Exterior of Louisiana State Capitol building, where CJI provided technical assistance

BATON ROUGE – Louisiana is poised to shed its title as the most incarcerated state in the country.

The Crime and Justice Institute is joining officials in Louisiana to help implement major criminal justice reform legislation that’s projected to reduce the prison population by 10 percent and save $262 million over the next decade. The state will invest the bulk of those savings – an estimated $184 million – in policies and programs shown to reduce the rate at which former inmates end up back in the justice system after serving time.

The Louisiana Legislature earlier this year passed 10 reform bills with strong bipartisan majorities. The bills were based on recommendations from the Louisiana Justice Reinvestment Task Force. With assistance from the Pew Charitable Trusts, one of CJI’s partner organizations, the Task Force spent nearly a year studying the state’s corrections system and found that it was producing low public safety returns at a high cost.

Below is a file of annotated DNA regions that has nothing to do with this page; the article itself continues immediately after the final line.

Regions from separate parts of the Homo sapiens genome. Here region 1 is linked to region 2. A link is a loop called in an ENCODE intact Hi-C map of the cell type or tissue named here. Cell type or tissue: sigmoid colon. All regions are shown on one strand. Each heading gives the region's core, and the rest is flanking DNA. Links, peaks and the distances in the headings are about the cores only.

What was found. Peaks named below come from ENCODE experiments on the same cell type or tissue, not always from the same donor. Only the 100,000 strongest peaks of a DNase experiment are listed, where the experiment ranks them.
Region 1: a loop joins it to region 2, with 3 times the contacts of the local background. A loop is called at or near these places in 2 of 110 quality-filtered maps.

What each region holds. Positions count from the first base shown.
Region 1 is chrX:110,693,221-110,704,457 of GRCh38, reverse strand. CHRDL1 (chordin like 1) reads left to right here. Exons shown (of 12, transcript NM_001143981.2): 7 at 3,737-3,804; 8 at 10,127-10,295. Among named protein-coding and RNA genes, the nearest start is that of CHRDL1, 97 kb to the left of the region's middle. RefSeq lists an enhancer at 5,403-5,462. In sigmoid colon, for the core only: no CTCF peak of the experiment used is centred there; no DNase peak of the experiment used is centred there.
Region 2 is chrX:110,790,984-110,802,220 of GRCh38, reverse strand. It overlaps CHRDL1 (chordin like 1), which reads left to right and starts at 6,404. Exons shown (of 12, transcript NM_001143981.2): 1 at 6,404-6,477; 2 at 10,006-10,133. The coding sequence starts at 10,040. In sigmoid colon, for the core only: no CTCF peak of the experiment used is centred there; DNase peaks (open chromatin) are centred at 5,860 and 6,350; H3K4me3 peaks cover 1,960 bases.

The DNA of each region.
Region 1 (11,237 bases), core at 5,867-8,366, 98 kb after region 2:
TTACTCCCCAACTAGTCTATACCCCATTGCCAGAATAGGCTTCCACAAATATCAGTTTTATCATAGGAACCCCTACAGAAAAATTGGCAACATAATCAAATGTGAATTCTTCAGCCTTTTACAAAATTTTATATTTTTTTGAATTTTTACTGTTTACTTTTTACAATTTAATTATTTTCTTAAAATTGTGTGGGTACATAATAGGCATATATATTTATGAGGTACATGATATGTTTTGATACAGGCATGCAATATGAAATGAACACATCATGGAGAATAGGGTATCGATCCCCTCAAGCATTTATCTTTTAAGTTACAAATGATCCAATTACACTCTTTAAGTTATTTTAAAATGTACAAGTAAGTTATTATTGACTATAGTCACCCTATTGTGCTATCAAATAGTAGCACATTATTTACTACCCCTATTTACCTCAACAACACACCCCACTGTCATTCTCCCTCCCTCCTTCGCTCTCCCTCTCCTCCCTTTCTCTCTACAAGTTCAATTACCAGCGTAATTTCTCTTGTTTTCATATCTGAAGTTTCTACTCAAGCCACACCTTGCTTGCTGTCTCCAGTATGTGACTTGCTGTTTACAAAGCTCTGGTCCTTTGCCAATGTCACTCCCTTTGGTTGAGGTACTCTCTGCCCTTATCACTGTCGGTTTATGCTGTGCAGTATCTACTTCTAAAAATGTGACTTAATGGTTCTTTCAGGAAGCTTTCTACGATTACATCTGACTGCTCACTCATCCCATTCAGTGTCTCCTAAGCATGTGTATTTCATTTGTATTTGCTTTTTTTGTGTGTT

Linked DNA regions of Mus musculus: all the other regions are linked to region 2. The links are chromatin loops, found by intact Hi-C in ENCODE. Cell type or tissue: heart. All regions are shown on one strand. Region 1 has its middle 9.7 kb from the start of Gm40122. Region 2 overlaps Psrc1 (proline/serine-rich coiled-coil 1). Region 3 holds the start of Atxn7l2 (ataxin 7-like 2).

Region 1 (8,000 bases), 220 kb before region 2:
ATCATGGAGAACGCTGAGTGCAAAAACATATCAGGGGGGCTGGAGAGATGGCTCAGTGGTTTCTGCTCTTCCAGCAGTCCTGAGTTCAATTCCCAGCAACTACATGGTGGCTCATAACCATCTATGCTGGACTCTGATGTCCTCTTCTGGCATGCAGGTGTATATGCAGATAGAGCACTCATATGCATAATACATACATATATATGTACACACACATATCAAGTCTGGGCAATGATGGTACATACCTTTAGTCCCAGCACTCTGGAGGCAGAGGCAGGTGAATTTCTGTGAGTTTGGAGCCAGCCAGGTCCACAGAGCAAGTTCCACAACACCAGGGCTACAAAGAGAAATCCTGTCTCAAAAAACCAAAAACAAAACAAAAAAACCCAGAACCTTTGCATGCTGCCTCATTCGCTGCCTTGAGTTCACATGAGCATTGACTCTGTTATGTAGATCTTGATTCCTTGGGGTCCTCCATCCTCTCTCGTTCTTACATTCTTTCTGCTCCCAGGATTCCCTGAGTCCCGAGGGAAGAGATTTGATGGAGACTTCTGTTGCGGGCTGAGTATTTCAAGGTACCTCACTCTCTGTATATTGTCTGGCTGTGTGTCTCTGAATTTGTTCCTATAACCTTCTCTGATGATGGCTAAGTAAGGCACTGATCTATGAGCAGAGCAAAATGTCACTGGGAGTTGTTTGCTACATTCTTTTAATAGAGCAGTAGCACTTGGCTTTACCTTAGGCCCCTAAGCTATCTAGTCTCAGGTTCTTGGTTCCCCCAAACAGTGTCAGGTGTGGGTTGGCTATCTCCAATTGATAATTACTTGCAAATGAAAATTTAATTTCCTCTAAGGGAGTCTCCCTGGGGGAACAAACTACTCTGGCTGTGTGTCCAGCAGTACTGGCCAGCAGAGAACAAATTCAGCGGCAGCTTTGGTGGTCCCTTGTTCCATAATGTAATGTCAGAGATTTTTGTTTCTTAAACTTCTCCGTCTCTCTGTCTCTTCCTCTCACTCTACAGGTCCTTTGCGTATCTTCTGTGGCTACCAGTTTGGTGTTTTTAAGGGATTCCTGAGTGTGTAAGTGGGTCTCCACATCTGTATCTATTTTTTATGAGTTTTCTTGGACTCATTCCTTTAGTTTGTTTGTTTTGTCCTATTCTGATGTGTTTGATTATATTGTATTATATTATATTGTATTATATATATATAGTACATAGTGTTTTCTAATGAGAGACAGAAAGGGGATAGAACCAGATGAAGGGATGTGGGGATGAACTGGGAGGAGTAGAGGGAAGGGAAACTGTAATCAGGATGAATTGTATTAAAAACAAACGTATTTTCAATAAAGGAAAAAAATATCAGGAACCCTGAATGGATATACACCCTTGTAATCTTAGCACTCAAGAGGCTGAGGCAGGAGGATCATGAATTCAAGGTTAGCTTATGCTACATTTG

Louisiana spends about $700 million per year on corrections, but one-third of former inmates are re-incarcerated within three years. The state’s incarceration rate is nearly double the national average, and includes a higher rate of non-violent offenders than neighboring states.

Realizing the need for reform, lawmakers passed legislation to focus prison resources on those who pose a serious threat to society, strengthen community supervision, and lift barriers facing men and women after they’re released from incarceration.  A summary of the reforms can be found here.

Louisiana is now in the process of implementing the reforms with support from CJI and funding from the Bureau of Justice Assistance. CJI will work with the Louisiana Department of Corrections, Courts, and other criminal justice agencies to

  • Develop internal policies and procedures to implement various provisions of the legislation, including setting up a system of “good time” credits for individuals on probation and expanding the state’s use of administrative sanctions to respond quickly and proportionally to supervision violations
  • Train practitioners on the legislation as well as on new skills and techniques that can help effectively reduce recidivism
  • Develop and track performance metrics to measure the impact of the legislation
  • Set up an effective mechanism for calculating and reinvesting savings in programs and projects designed to reduce recidivism and increase public safety